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Rouen – the historic capital city of Normandy
April 26, 2013 at 8:34 pm
Normandy’s capital is a city of cobbled streets, tall timbered houses and Gothic churches, captured by the painter Monet in his Rouen Cathedral series. Joan of Arc was executed here, and the heart of Richard Coeur de Lion is held in the cathedral’s crypt.
The Romans established a settlement on the site of today’s Rouen in the 1st century ad, calling it Rotomagus. In the Middle Ages, Rouen became the seat of the Dukes of Normandy, who won the English throne in 1066. Later, it was at the heart of the Hundred Years War between the French and the English. One of the most famous episodes of the war took place in May 1431, when Joan of Arc, after reviving French fortunes in the siege of Orléans, was burnt at the stake at the instigation of the English. Merchant trade has been key to Rouen’s development over the centuries, funding many of the timbered and gabled tradesmen’s houses in the city. The city was heavily bombed during World War II and many historic buildings needed meticulous renovation. Today, Rouen has the fourth largest port in France, despite being so far inland. The city sits on the Seine, 86km from the estuary at Le Havre. The contrast between the working docks along the river and the Gothic spires and quaint old streets of the city heart is amazing.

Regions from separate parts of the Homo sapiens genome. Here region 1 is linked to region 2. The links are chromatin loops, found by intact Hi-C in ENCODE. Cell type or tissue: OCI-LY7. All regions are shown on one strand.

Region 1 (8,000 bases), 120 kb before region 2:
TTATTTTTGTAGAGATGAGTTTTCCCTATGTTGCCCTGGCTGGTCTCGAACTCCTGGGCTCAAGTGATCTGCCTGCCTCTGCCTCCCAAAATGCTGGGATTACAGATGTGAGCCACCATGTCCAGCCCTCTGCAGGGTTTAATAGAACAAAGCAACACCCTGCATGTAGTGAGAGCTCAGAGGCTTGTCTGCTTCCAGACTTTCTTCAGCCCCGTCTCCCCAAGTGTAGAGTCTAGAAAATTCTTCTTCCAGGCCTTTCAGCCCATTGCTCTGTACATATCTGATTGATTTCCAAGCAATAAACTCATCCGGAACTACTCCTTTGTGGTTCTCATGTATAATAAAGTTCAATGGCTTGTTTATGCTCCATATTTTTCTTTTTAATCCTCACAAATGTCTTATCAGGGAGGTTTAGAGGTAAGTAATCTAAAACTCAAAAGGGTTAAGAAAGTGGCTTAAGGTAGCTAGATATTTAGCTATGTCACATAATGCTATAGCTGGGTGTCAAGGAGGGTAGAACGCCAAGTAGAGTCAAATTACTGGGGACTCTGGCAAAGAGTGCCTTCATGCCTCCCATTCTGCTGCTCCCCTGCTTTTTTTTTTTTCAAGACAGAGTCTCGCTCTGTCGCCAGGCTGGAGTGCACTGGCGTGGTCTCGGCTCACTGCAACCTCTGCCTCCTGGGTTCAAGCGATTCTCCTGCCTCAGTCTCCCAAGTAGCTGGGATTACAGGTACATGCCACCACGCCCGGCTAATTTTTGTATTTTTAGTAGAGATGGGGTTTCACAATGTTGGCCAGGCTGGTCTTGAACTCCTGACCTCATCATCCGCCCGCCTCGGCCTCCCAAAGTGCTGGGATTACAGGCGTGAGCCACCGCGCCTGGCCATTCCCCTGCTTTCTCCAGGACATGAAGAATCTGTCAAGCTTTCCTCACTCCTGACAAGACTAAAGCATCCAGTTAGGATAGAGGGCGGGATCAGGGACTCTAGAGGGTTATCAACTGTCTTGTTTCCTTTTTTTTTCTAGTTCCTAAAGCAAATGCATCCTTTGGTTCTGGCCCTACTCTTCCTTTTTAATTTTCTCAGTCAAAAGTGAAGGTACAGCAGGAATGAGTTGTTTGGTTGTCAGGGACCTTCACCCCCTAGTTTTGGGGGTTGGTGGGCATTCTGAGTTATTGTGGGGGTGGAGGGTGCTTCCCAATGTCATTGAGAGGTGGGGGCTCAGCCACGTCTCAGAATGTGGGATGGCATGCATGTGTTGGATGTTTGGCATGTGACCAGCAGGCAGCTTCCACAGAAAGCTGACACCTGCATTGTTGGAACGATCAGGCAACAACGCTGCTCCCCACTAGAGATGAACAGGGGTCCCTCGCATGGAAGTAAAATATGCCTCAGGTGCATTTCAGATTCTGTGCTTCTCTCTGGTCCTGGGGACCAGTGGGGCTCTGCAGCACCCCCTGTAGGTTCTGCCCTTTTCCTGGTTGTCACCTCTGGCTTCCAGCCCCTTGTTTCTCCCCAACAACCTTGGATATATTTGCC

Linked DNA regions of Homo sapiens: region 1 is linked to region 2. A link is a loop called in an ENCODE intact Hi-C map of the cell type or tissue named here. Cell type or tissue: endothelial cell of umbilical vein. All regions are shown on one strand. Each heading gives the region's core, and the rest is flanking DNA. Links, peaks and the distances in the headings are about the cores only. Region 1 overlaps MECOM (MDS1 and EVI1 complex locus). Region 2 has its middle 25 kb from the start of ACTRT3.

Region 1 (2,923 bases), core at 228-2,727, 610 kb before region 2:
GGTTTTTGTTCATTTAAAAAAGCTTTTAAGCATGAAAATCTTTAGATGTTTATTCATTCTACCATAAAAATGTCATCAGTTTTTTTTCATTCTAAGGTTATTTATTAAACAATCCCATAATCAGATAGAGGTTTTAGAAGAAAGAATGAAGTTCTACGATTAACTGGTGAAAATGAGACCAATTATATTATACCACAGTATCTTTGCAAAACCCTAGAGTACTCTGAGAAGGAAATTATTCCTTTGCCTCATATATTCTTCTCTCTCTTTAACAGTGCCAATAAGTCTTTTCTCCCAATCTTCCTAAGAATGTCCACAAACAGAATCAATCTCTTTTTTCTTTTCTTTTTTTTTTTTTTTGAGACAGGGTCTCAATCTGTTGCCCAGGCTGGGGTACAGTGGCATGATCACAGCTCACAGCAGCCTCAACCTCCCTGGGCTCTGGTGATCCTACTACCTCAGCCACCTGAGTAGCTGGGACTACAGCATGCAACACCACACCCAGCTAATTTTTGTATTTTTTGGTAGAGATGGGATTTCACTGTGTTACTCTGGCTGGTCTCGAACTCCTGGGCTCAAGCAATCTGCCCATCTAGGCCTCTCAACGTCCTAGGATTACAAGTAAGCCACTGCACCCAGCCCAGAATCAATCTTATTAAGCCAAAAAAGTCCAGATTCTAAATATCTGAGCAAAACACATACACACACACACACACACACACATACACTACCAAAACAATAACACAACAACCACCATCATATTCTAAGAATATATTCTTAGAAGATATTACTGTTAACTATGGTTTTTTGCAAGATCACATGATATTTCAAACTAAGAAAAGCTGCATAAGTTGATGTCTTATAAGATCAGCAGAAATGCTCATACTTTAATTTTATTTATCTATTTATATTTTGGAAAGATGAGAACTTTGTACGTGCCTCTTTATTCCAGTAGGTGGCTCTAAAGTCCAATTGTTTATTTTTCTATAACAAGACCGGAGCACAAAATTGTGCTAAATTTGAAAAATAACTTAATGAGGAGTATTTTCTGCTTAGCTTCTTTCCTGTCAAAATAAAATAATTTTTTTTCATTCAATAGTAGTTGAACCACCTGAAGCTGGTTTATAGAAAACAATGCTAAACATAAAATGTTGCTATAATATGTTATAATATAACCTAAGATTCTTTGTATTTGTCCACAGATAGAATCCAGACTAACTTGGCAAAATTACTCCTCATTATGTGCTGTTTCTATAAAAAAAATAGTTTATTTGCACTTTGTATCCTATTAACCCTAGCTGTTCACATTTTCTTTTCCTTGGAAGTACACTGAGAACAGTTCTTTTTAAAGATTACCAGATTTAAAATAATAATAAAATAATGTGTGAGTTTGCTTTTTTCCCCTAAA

Any trip should begin opposite the cathedral with a visit to the tourist office, housed in Rouen’s oldest Renaissance building, the former tax collector’s office, dating from 1509. Cathédrale de Notre-dame, Rouen’s cathedral is one of the great churches of France, known across the world thanks to painter Claude Monet. Monet worked on the paintings from the second floor of what is now the tourist office. The cathedral’s Gothic architecture spans 400 years, from the mid-12th to early 16th centuries. No visit to Rouen is complete without a stroll under the 14th century Gros Horloge, a huge, one-handed, ornamental clock mounted on a sumptuously carved arch straddling the road of the same name. Once part of a nearby belfry, the remarkable timepiece was moved to its present position in the 16th century, after locals complained that it was impossible to see the clockface in the narrow streets.
As mentioned above Rouen is also the city of Joan of Arc, and the tales surrounding France’s greatest folk heroine would alone be lure enough for visitors. On the place du Vieux Marché, a short stroll from the Gros Horloge, a large cross marks the spot where Joan of Arc was executed. The nearby Église Jeanne-d’Arc is a stunning combination of modern slate and copper work on the outside, with light from Renaissance stained-glass windows within. The windows were salvaged from the earlier church of St-Vincent, destroyed during World War II. The wonderful contemporary sculpture was inspired by the saint’s martyr’s pyre. The remains of the two towers in which Joan was imprisoned from Christmas 1430 until her execution in 1431 can be seen on rue du Donjon.
Visit Rouen during the last week in May to take part in the Joan of Arc festival, which usually coincides with the city’s main cultural festival. On the Sunday closest to 30 May local children throw flowers into the Seine from the Boïeldieu Bridge, the spot where Joan’s ashes were scattered.
Please use this link to read more about Normandy